Triptych No.2 is a collaborative work by Grannell Knox and Sophia Tragash
Grannell Knox takes a serious haircut in this thought-ass provoking documentary. The barbershop of horrors in this case refers to his long-dead hair that loses length to the tyrannical yoke of sharpened edges working together in a scissoring motion. For those unaware ‘taking a haircut’ refers to taking a loss on the sale of a particular asset. By doing this outside in what appears to be New York City they make a serious statement. Such losses are inevitable and in fact part of life. Life without loss is life without purpose. Having a loss is a thing to be proud of and is celebrated in specific small instances. Over the course of this movie Grannell and his less-seen hair cutting expert lament the loss of hair on his head, whilst the hair on his chinny-chin chin remains quite intact.
Scenes are separated by angle, time, and action. Though they appear to be synced up at first the gradual progression suggests otherwise. Grannell is a rather attractive affable chap. Sophia keeps herself hidden. Rare glimpses of her suggest an artist busy at her work. Despite the camera’s peculiar focus she is the main attraction. Without her it would descend into Andy Warhol-esque quality with a simple unmoving scene of a man staring blankly at nothing in particular. Some of those blank stare movies do quite well. Jim Jarmusch has made an entire career out of bleeding out any form of action from movies, leaving a negative impression, ghostly traces of what is commonly referred to as ‘interesting’ or ‘plot’.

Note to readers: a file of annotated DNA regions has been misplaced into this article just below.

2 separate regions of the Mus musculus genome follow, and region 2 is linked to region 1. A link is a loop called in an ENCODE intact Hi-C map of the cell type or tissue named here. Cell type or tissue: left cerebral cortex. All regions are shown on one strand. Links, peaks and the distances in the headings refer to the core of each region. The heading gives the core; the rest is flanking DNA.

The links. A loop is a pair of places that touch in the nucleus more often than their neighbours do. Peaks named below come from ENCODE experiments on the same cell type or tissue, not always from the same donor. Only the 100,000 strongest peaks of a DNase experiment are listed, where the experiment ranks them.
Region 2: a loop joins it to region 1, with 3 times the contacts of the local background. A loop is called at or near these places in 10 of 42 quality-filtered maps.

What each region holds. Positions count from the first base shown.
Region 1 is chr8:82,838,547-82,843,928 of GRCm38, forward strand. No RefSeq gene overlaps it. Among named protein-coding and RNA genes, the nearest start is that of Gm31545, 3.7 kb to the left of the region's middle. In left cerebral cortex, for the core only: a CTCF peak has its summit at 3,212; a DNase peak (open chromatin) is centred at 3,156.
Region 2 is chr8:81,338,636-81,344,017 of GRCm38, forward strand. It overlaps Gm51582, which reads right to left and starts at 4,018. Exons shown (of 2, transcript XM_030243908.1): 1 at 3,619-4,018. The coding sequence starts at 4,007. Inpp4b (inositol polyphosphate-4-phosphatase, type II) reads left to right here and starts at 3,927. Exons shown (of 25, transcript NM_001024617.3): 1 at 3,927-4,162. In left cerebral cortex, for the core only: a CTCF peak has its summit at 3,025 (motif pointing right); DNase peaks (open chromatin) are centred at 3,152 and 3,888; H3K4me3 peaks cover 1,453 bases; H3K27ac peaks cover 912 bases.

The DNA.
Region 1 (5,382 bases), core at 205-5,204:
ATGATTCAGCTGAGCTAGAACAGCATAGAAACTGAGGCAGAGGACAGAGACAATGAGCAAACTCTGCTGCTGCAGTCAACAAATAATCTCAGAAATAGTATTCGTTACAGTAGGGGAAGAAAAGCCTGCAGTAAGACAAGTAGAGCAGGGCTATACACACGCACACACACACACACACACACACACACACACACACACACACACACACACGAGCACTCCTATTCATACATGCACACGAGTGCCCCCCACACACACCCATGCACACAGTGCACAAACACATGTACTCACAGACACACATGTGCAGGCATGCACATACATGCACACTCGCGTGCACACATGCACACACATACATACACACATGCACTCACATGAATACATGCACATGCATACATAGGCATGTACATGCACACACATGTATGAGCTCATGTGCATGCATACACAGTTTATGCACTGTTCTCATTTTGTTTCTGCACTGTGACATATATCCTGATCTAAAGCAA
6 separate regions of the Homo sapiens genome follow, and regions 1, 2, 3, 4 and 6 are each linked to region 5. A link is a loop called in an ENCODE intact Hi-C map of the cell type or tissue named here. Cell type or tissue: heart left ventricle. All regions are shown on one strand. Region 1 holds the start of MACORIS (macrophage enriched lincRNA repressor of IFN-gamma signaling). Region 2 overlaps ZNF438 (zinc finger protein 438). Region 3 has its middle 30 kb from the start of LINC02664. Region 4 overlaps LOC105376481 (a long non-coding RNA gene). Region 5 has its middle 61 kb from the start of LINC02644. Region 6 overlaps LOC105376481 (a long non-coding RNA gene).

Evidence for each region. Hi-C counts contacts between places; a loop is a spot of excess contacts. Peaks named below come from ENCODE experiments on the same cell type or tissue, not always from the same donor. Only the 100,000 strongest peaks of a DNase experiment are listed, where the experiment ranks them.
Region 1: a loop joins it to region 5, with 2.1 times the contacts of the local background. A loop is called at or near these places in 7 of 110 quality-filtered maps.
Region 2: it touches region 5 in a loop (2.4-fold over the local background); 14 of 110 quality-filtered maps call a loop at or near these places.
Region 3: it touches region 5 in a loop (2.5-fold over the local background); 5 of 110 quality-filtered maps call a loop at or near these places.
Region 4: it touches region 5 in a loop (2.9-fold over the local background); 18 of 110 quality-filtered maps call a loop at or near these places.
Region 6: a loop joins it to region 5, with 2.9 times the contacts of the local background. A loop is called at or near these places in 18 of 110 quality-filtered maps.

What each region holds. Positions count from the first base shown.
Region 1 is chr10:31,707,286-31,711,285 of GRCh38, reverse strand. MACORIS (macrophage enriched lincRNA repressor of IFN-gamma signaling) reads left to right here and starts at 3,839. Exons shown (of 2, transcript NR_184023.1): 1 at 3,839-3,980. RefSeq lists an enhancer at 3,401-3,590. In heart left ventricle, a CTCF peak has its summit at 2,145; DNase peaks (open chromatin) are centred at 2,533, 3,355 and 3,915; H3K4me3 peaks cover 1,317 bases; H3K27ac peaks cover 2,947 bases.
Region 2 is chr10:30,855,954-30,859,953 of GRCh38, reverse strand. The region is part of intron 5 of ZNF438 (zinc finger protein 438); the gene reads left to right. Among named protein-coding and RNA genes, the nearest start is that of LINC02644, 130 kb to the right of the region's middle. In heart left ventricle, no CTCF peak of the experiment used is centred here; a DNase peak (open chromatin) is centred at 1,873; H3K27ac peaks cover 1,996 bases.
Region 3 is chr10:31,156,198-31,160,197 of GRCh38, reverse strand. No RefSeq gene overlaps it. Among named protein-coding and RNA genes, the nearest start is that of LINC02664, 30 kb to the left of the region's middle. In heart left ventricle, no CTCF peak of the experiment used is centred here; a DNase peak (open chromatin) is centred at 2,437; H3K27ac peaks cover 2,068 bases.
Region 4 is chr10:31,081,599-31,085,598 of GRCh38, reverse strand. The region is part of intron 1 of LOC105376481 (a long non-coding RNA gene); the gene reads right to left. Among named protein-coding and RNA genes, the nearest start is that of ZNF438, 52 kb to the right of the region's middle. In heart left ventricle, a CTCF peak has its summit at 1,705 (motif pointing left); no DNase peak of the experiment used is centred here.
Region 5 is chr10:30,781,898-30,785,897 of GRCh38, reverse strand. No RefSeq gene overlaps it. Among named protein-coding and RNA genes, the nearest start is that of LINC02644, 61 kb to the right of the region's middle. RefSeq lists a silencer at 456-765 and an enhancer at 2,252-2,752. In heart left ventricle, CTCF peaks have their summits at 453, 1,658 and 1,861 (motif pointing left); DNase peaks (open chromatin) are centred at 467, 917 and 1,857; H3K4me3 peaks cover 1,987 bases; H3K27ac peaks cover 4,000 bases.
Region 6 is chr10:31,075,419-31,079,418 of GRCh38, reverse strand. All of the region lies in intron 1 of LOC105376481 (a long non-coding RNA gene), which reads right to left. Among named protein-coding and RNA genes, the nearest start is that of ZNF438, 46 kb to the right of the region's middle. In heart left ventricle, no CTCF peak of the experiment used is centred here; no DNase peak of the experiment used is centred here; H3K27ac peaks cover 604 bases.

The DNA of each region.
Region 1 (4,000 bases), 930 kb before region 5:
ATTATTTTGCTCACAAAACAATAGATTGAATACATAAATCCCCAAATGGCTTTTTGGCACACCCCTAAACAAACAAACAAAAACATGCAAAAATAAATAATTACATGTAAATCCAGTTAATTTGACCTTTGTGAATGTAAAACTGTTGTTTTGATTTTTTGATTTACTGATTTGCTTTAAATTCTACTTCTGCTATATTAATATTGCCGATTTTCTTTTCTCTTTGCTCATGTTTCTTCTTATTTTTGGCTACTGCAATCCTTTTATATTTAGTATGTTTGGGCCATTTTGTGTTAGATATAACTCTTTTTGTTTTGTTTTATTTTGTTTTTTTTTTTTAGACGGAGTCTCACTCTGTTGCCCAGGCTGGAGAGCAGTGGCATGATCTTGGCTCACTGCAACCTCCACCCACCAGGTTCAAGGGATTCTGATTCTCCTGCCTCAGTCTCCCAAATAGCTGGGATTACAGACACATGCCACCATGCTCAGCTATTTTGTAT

Plot takes a backseat in this intensity. Various sun locations imply a sense of time. Judging from the light this was filmed at or around ‘Golden Hour’ when filming conditions are ideal for filming. This time indicates a sense of temporary comfort. Otherwise it would be an ordinary haircut. Placement on the roof shows an additional vulnerability. Neither participant looks particularly heavy. If a strong gust of wind came about Grannell or his hairdresser Sophia could be tossed asunder. Haircuts on a roof are no place for a haircut. Various attributes make a rooftop haircut somewhat better. Fallen hair from the head can be blown like ashes, dead remnants of already dead hair.
The purpose of this film remains something of a mystery. Is it a way to get others to contemplate future roof-bound haircuts? Or is the meaning deeper? Can one get a clearer view from more vulnerable positions? Is there such thing as an immediate present, or is the present a constant flux, a churn of the past mixed with hope for the future. It is too hard to tell.
Review written by Beach Sloth.
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